I am not going to express my opinion now, although I would very much like to hear yours if you see the film. 
        I will note that I saw the heading of another review, “What if you had to consider your own death?”  As I was by the NY TIMES reviewer’s finding solitude terrifying, I was struck by the insular shallowness of this reviewer’s mind and life.
        A paradox is that we are herd animals, yet we are each alone.  
        Just as one function of cities is to block nature from those who can’t face it, so I think that Internet social networks are attempts to hide from the fact of essential aloneness.
        If you are more than a child and haven’t considered your own death, you haven’t been paying attention.  
        To paraphrase Socrates, the unconsidered death is not worth dying.
        If you see ALL IS LOST, please let me know your thoughts.


        GANNET is light enough to be moved by a landing bird.  
        Sometime Friday night I was awakened by such a slight movement, followed by sounds that I could not identify.  Rustling paper?  Tearing?  Scratching?  
        It was enough for me to untangle myself from the sleeping bag, push open the forward hatch, sit up and look around, but I saw nothing.
        Only in the morning light, when I opened the companionway, did I see that someone, presumably a sea gull, had raided the trash sack I keep in the cockpit and messily spread the contents.  Friday’s evening meal was freeze dried New Orleans Rice with Ham and Shrimp.  I did not eat it all and placed the resealed pouch in the trash.  Obviously the shrimp were perfume to a gull.
        Now I’m going to have to either walk the trash up the marina bin after dinner or put it in the dockbox.  I don’t think gulls can lift that lid.  


        While the admirable young people on the east coast tried to send an autonomous power boat across the Atlantic, a more professional and better funded group on the west coast have opted for sail, which would have been my choice for more than romantic reasons, and with seemingly greater success.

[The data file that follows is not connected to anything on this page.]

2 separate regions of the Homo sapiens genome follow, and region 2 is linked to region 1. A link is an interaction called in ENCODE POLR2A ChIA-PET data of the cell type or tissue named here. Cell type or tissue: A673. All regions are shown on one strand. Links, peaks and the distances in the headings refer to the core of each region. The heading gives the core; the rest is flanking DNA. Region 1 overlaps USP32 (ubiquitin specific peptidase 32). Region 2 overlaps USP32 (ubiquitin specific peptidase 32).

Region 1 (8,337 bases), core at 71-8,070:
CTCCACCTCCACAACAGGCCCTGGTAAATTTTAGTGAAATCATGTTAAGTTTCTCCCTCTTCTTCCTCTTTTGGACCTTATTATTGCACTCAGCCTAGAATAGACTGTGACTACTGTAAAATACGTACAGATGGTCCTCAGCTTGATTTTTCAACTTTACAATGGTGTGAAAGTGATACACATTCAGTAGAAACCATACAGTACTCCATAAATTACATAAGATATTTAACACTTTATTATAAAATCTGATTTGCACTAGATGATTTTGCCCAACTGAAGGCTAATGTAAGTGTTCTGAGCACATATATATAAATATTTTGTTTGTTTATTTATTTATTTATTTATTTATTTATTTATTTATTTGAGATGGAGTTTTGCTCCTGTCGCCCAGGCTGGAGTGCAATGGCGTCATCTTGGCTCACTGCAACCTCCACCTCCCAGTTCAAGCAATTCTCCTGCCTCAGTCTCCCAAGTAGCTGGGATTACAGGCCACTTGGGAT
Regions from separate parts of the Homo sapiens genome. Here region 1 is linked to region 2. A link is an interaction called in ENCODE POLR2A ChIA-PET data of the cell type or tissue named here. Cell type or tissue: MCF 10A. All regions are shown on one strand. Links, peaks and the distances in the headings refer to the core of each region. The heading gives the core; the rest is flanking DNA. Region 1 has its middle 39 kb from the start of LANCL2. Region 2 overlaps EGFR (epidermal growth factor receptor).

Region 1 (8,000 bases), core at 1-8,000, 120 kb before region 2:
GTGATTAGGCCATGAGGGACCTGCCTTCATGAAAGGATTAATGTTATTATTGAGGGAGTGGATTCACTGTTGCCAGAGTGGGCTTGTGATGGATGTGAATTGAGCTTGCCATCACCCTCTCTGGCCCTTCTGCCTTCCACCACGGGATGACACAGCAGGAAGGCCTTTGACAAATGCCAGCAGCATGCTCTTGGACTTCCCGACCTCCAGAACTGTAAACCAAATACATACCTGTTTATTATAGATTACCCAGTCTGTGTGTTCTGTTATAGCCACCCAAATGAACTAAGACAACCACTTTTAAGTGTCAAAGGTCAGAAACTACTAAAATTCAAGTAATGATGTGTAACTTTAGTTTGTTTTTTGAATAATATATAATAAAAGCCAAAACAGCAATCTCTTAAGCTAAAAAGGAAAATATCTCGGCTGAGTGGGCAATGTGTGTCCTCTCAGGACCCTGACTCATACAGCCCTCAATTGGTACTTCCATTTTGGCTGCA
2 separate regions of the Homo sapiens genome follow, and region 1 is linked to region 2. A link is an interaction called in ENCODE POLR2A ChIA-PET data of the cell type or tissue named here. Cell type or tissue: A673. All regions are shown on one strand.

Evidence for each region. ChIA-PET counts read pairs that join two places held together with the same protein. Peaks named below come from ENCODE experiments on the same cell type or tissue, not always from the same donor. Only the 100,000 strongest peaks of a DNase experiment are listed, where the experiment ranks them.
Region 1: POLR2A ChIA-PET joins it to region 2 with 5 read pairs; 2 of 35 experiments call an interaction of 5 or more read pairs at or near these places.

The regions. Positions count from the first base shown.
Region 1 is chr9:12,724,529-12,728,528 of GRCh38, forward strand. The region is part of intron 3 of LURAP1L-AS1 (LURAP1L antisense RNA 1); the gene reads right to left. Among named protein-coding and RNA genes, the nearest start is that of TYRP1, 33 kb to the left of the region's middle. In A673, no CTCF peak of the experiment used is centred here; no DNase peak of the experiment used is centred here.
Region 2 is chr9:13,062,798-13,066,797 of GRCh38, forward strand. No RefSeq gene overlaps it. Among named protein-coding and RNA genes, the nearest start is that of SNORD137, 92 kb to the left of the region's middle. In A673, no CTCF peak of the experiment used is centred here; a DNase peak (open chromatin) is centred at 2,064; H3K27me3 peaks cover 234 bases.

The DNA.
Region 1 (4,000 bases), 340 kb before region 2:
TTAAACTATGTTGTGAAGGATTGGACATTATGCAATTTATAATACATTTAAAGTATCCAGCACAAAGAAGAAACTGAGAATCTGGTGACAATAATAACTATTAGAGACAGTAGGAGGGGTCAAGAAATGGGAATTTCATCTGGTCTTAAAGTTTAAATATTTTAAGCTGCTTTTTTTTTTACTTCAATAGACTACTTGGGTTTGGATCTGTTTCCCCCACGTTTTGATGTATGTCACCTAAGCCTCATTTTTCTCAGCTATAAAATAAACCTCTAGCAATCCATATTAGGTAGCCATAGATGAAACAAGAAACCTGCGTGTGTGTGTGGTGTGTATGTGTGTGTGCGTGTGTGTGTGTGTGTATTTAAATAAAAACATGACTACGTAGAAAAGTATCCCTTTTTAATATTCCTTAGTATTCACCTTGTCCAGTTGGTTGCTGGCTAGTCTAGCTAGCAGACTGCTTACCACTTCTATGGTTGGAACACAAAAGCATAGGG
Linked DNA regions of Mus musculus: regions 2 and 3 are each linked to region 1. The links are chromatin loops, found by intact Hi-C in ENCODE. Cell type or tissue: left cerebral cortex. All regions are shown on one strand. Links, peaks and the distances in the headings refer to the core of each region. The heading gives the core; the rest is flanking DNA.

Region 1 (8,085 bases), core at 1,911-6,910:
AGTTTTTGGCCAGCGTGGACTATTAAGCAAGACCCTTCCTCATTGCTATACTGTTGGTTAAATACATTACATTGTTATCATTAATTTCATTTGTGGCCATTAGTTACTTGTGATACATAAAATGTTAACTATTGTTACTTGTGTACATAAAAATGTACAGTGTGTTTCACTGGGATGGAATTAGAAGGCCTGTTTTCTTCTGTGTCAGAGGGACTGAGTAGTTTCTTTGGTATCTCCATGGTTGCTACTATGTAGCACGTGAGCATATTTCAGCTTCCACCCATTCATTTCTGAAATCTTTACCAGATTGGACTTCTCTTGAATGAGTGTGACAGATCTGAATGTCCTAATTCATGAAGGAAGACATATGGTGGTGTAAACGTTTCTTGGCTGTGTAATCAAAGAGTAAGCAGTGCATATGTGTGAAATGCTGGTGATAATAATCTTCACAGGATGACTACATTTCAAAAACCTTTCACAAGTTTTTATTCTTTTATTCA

Saildrone left San Francisco for Hawaii on October 1 and as I write has sailed 1710 miles and is 477 from its destination.
        You can follow its track here.  (I first typed ‘her’)
        If you google Saildrone, you will find some short videos, but I haven’t yet come across detailed specifications, such as length, sail area, and weight.
        I may have just become obsolete.

Friday, October 25, 2013

San Diego: wrecked; the right stuff; no more; changed

        Martin in England sent this link to a series of photographs of ships wrecked along the British coast, some dramatic, some with captions of a vanished era.  
        Thanks, Martin.


        Whenever I’ve driven across this country, particularly from the Midwest to California, I’ve found myself thinking as the sometimes endless miles went by at sixty or seventy miles an hour, of those who in the 1800s walked across those plains and deserts and mountain passes.  
        I interrupted reading STRUMPET CITY, a good novel set in Dublin, Ireland, in the early years of last century, to read all of Mike Roddy’s THEY RODE WEST account of biking across the country with friends in 2009.
        Before moving on the THEY RODE WEST, here is a passage from STRUMPET CITY:  The moment filled her with an oppressive sense of mortality.  She wanted to leave the garden and get back into the house, to feel its four walls putting comfortable bounds to a world which was too wide and careless to hold intact for any certain period the happiness it now and then offered.
        The novel is generally about the early days of organizing labor with main characters some of whom are among the monied class; some among the poorest; and three Catholic priests.  I haven’t quite finished it, but find it well written and memorable.
        I found Mike Roddy’s bike ride memorable, too.  The people he and his friends met along the way--mostly generous; a sense of humor; the regional differences in people and places; a good eye for telling detail; and the pitting of bodies and wills against distance and time and wind--a headwind is as undesirable on a bike as on a boat--and rain and thirst and long climbs up hills and mountains, just as some of our ancestors once did.   
        Published reports and personal observation show that most contemporary Americans are obese and sedentary.  I am pleased to know that Mike and his friends, and others they met riding who are doing the same thing, some women, some considerably older than they, have proven that there are still among us some who could have been pioneers. 


        You may have seen that the U.S. government, such as it is, is going to stop printing paper charts.  An interesting counterpoint to the shipwreck photos.
        This will not be a problem for me.  I do not own any paper charts.  I do have multiple copies of electronic charts, some in devices with waterproof cases.
        I will probably buy a paper world atlas and stow it in a Ziploc bag on GANNET in case of cataclysmic multiple failures.


        As I noted when I flew from Chicago to San Diego just over two weeks ago, the weather was better there than here.